Monday, February 19, 2007

Costco: I am a Fan

I have not shopped at local malls in years. I find them depressing and inefficient. I particularly dislike department stores, where items are clustered by brand and I am forced wander all over the store to see what the actual choices are. Likewise I prefer my local food co-op to a large supermarket where in order to choose an item, I am subjected to dozens or even hundreds of choices. Too much!

I have fallen in love with Costco. I go about once every 3 months and actually look forward to it. I appreciate that there is so little hype. In each category there is one choice which its buyers have carefully vetted, and if it's what I need, I buy it. I like letting Costco do the research. Barry Schwartz writes about "the paradox of choice": our society's superabundance actually decreases people's happiness. Too much choice make us anxious. Costco solves this problem for me. When I was shopping for a digital camera, I just put it on my Costco shopping list - no Schwartzing out about it! (Thanks to N and S for that new verb.) I just picked their cheapest digital camera, stashed it in my cart, and didn't have to think about it again. Yay! I have zero interest in researching digital cameras.

I get a kick out of the Costco's immense variety of types of merchandise. Instead of 100 kinds of junk cereal, it carries 100's of different types of items. Where else can you buy a computer, camisoles, canned tomatoes, car tires, cfls, and cannoli all in the same shopping trip? Costco is far from my home, so what usually occasions a trip is my hosting a reception or other gathering. I can do a lunch for 50 people for $100.

Costco is clever about consistency vs variety. You just never know what new items they'll be featuring, and they cater to an middle to upscale audience. (About 25% of their stock is always changing.) I find myself impulse gift buying there, because the items are high quality and reasonably priced. Last time I found their version of The Rabbit, a cool cork screw. I threw that in the wagon along with the lunch for 50 and the digital camera, and sure enough within a few weeks, it was the perfect birthday gift for my brother. I read Consumer Reports and have been impressed with how often Kirkland, the Costco housebrand, is objectively rated a Best Buy. My 23 year old son tells everyone about his favorite store for buying work slacks: Costco!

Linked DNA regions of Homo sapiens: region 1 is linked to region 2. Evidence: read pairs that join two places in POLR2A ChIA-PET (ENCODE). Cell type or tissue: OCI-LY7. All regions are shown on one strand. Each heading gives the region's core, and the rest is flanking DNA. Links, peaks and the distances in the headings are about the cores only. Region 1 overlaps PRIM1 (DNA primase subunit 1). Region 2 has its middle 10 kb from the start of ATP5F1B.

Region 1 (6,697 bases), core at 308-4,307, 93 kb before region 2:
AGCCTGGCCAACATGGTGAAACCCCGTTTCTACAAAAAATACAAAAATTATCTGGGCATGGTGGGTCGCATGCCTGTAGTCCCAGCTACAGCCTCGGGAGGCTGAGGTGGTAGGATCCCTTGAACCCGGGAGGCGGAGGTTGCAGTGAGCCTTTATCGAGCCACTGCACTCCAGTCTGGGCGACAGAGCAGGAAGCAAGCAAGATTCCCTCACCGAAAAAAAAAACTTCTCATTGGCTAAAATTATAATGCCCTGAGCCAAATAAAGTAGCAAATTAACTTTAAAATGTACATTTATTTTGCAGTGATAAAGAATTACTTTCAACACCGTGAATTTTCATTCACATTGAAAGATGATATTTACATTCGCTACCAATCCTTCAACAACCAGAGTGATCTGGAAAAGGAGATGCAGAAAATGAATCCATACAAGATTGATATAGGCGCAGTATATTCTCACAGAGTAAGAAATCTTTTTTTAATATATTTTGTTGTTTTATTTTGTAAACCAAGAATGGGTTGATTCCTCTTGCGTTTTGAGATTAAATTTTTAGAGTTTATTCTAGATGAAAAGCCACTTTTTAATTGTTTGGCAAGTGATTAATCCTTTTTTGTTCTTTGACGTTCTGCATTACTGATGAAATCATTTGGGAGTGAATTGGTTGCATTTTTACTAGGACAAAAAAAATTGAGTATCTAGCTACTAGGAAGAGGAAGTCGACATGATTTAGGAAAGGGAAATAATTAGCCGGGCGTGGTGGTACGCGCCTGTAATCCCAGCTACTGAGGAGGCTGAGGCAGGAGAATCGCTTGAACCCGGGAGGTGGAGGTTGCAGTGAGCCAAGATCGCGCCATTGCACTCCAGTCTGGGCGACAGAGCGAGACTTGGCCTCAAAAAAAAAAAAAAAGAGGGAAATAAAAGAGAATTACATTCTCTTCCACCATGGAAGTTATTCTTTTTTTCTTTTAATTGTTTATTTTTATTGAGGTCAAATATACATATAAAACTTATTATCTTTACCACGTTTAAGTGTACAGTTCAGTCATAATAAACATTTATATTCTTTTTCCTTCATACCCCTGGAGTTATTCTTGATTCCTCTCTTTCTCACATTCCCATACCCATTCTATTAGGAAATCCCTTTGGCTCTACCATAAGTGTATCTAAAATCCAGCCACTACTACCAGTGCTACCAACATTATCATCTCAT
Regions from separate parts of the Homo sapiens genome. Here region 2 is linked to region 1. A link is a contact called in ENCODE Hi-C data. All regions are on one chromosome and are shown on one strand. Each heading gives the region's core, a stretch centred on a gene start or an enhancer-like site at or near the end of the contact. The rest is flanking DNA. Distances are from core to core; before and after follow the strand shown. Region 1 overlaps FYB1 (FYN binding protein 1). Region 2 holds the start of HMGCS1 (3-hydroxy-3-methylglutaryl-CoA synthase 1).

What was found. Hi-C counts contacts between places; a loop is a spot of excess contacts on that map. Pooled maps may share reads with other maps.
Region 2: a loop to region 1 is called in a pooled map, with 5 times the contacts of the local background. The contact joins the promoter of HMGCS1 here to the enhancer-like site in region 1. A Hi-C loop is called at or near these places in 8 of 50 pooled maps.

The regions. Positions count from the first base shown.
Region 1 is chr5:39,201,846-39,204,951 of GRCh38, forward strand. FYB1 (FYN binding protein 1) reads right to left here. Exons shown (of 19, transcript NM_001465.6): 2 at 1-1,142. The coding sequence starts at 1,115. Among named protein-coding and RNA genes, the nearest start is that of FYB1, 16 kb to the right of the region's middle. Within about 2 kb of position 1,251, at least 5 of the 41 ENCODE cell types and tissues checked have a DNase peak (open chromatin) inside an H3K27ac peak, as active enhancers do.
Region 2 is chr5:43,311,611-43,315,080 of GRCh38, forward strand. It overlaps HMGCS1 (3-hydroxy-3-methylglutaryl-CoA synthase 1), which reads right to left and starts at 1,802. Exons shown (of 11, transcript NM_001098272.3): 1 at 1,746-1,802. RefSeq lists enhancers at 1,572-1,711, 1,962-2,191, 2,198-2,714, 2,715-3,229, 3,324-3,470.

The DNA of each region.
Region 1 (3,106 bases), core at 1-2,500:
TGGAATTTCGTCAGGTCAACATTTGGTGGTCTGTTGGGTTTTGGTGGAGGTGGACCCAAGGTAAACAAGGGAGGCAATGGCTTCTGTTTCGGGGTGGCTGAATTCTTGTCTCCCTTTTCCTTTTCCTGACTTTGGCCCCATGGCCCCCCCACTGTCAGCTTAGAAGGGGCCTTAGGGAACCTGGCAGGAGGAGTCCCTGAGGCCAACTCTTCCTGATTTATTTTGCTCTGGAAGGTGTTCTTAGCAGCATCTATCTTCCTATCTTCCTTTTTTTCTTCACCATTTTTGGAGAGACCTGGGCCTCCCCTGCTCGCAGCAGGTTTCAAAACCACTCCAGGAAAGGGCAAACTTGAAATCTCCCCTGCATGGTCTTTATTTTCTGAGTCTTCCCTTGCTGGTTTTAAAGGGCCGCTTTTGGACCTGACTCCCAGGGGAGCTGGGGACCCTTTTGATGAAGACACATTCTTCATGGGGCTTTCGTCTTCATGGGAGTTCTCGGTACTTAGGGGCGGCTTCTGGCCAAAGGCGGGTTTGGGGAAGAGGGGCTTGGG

When I could see I was in love, I did my due diligence. (I started out at Sams Club, but dumped them when I learned more about Walmart's labor practices.) Costco's labor practices are superior in the industry. They pay about double of their competitors, have some union labor, and boast very low turnover. The CEO Jim Sinegal earns $555,ooo annually and is philosophically committed to fair practices. Of course there are some negatives, such as its large eco-footprint parking lots, suburban sprawl locations, and lack of much locally grown food. And there is a temptation to over-consume because of the low prices. So one must be judicious when shopping, and remember to bring a blank check, since they don't take credit cards. * You generally have no idea how much you're going to spend, since it's a combination clothing/office/grocery/hardware/furniture store and electronics store.

You may have figured out where this post was going. I recently purchased stock in Costco. I figure a store that has me excited about coming back, and can simultaneously earn my son's loyalty with their men's apparel, has a great formula. It's already up 10%! Long live Costco!

* My savvy son has just decided to go for the Costco American Express Cash-Back, No Fee credit card. Sounds like a good deal. For one thing, you can use it at Costco.

1 comment:

Alexander said...

Great post! Never heard of Costco though, but i'll sure visit if I ever come to the states!